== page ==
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The “Kissinger Cables” include diplomatic and intelligence documents from 1973-1976, during Henry Kissinger’s time as Secretary of State.
WikiLeaks has released 1.7 million more U.S. government documents today, the whistleblower organization’s largest document dump ever.
The bulk of the release is a group of diplomatic and intelligence documents from the 1970s, billed as “the Kissinger Cables.”
“The new records,” wrote the Australian, “dating from the beginning of 1973 to the end of 1976, have not been leaked and are available to view at the US national archives. They include many communications which were sent by or to then U.S. secretary of state Henry Kissinger.”
The work on these documents, readying them for release, has been done largely by Julian Assange, who has been hiding in the Ecuadorian embassy in London for nine months to avoid deportation to Sweden on sexual violence charges.
Unlike “Cablegate,” the group of about 250,000 leaked diplomatic cables dating from 2003 to 2010 that initially made WikiLeaks famous, the Kissinger release also includes WikiLeaks’“detailed analysis” of the documents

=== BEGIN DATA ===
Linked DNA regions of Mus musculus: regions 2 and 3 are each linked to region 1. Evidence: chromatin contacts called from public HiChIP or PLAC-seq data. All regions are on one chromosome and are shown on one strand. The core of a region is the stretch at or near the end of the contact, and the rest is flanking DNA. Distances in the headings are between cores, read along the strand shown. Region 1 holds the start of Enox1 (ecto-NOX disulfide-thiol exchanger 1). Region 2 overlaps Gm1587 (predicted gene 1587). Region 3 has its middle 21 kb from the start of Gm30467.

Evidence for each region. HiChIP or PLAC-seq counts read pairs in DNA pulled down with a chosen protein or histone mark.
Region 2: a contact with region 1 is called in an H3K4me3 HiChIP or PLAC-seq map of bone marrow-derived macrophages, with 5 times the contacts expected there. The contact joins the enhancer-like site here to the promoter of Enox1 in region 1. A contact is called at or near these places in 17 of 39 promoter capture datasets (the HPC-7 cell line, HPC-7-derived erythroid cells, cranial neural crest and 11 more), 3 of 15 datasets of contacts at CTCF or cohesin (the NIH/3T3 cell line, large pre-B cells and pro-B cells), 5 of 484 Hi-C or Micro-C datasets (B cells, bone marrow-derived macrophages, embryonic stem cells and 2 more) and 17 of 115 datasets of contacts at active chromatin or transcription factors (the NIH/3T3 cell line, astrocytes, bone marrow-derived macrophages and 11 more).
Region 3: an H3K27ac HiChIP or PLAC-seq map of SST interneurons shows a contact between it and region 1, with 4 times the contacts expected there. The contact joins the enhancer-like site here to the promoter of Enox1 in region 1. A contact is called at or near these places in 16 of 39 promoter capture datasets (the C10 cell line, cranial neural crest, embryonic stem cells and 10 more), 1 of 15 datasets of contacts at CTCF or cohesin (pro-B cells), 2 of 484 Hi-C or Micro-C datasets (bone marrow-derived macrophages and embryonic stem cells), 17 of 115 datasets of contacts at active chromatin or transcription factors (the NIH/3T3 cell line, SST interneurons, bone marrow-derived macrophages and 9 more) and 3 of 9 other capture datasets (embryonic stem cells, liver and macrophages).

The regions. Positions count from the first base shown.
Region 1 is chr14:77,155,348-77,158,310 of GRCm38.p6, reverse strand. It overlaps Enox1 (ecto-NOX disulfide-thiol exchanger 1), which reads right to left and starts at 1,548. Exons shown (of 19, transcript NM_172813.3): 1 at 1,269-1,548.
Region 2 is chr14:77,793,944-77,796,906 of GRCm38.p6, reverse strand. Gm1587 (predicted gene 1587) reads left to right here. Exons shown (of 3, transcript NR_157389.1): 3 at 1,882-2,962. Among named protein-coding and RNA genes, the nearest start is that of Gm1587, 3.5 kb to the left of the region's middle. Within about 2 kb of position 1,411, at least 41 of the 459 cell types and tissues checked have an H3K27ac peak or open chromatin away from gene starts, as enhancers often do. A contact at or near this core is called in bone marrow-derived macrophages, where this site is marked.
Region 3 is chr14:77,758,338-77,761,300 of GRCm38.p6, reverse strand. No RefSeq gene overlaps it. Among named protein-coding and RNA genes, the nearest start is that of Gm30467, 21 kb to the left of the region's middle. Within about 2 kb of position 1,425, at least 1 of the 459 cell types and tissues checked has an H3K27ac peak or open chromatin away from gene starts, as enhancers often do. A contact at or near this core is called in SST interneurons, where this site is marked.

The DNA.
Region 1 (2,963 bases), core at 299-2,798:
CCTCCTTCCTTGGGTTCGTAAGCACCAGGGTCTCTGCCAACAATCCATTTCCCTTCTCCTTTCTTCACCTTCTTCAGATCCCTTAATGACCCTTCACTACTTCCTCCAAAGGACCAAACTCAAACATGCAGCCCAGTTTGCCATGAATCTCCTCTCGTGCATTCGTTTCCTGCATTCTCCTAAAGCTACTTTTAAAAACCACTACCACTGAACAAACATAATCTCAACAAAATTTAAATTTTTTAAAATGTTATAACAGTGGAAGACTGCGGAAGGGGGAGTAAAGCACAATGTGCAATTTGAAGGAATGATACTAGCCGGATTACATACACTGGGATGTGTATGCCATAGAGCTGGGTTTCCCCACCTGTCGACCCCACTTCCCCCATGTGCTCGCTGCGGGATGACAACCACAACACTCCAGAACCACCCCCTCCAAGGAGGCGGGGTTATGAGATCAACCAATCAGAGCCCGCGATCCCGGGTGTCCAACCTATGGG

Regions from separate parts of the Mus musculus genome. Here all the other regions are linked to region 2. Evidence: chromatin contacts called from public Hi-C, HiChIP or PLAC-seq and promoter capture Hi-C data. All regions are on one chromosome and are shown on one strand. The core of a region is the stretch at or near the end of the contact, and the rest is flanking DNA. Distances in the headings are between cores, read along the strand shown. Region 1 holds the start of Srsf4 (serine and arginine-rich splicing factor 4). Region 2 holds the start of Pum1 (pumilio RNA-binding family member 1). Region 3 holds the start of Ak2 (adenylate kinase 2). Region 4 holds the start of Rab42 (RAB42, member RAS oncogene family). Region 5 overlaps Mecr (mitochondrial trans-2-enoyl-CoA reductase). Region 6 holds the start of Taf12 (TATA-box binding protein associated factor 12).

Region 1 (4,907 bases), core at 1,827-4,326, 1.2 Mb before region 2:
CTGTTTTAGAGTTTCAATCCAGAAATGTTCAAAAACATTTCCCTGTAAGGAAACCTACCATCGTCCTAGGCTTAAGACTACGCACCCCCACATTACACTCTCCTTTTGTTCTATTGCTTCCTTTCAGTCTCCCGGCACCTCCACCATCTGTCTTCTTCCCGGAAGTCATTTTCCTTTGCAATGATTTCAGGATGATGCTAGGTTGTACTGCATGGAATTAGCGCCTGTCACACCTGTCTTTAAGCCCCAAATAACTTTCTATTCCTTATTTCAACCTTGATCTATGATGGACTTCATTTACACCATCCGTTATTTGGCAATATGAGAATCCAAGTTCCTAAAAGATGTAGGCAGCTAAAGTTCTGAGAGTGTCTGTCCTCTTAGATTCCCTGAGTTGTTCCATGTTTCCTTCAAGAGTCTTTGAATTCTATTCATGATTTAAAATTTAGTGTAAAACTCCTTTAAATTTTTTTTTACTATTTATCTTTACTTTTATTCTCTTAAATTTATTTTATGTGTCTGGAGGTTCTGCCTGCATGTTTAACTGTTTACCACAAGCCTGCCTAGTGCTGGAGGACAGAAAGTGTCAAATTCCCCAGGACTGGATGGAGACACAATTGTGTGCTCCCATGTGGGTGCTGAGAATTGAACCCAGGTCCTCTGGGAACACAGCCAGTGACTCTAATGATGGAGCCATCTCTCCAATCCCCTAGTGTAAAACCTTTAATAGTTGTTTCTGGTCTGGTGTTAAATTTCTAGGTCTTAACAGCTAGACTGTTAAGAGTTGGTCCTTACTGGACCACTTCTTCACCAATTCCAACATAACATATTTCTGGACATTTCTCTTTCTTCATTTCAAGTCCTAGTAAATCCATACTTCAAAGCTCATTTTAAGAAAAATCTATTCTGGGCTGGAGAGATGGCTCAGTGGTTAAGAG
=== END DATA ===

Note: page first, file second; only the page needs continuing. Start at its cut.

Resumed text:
The documents are part of the organization’s new “Public Library of U.S. Diplomacy” (PlusD), which WikiLeaks describes as “the world’s largest searchable collection of United States confidential, or formerly confidential, diplomatic communications.”
Assange described PlusD to the press as, “What Google should be like.”
The announcement of the Kissinger release and new database comes less than a week after former WikiLeaks staffer Daniel Domscheit-Berg criticized the organization for focusing more on “hype” than actual analysis.
Domscheit-Berg praised the International Consortium of Investigative Journalists (ICIJ) for their recent work on shell companies and tax havens, based on 2.5 million leaked documents, calling their work “a professional and properly structured preparation of leaks.”
Curt Hopkins has over two decades of experience as a journalist, editorial strategist, and social media manager. His work has been published by Ars Technica, Reuters, Los Angeles Times, and San Francisco Chronicle. He is the also founding director of the Committee to Protect Bloggers, the first organization devoted to global free speech rights for bloggers